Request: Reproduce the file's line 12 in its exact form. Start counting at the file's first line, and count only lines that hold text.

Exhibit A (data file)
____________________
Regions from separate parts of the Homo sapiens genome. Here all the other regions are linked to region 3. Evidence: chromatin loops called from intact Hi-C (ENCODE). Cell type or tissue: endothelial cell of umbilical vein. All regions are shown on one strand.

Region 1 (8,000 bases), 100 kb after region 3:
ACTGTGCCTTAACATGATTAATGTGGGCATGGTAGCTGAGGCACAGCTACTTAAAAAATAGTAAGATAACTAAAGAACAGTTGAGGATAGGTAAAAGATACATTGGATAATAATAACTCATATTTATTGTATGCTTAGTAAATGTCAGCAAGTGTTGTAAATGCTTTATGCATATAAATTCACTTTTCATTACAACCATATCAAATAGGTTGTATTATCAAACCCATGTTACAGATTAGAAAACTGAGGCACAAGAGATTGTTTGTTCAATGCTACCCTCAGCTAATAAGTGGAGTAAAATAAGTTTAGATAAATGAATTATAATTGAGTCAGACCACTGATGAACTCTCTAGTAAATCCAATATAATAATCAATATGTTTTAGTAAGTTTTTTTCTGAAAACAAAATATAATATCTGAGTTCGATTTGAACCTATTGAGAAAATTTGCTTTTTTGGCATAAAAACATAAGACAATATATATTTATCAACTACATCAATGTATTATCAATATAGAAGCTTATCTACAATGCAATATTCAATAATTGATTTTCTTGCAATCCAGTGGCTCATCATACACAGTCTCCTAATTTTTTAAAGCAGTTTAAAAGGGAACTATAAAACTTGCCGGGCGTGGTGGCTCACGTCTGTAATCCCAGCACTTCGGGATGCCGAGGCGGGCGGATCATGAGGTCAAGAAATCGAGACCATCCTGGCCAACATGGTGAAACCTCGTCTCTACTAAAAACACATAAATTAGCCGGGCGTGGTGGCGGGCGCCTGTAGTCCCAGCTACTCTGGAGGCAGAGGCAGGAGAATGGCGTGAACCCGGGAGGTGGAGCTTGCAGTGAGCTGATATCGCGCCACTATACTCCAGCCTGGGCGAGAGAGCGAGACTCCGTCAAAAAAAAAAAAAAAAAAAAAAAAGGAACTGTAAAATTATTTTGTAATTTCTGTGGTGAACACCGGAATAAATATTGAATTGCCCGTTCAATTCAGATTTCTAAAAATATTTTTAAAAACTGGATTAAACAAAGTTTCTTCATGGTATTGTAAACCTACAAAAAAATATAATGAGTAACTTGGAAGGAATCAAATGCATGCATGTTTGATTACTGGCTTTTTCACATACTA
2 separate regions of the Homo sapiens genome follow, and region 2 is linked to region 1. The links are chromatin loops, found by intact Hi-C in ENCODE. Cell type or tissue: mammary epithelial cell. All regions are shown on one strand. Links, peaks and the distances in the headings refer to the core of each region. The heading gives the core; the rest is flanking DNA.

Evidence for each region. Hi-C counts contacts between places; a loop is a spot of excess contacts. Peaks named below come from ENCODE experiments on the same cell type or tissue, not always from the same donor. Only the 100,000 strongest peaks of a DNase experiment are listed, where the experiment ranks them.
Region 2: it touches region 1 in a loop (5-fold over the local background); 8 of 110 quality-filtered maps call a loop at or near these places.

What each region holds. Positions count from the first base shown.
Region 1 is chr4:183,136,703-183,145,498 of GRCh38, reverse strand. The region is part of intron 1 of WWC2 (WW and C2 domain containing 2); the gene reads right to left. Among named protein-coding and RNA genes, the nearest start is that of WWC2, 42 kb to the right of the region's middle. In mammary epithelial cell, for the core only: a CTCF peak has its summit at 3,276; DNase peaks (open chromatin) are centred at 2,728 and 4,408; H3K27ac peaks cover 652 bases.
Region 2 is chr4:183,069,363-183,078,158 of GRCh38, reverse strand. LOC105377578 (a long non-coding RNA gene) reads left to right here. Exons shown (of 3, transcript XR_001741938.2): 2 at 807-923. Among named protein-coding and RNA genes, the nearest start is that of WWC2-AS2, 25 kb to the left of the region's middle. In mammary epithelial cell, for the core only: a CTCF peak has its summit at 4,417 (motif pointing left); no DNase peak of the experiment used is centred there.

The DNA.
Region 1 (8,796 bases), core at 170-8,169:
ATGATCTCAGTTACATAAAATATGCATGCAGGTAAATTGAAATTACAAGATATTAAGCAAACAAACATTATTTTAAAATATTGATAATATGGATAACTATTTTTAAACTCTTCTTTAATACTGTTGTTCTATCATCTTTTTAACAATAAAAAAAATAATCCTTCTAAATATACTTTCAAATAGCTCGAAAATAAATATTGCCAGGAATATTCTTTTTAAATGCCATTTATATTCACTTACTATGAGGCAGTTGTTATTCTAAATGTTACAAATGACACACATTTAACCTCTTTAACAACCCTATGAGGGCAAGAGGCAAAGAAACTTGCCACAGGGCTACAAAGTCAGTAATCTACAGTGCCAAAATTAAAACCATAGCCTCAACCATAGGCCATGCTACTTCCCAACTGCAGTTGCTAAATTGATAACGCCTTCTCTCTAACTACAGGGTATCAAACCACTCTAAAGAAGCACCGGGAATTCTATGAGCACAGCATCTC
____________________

ATGATCTCAGTTACATAAAATATGCATGCAGGTAAATTGAAATTACAAGATATTAAGCAAACAAACATTATTTTAAAATATTGATAATATGGATAACTATTTTTAAACTCTTCTTTAATACTGTTGTTCTATCATCTTTTTAACAATAAAAAAAATAATCCTTCTAAATATACTTTCAAATAGCTCGAAAATAAATATTGCCAGGAATATTCTTTTTAAATGCCATTTATATTCACTTACTATGAGGCAGTTGTTATTCTAAATGTTACAAATGACACACATTTAACCTCTTTAACAACCCTATGAGGGCAAGAGGCAAAGAAACTTGCCACAGGGCTACAAAGTCAGTAATCTACAGTGCCAAAATTAAAACCATAGCCTCAACCATAGGCCATGCTACTTCCCAACTGCAGTTGCTAAATTGATAACGCCTTCTCTCTAACTACAGGGTATCAAACCACTCTAAAGAAGCACCGGGAATTCTATGAGCACAGCATCTC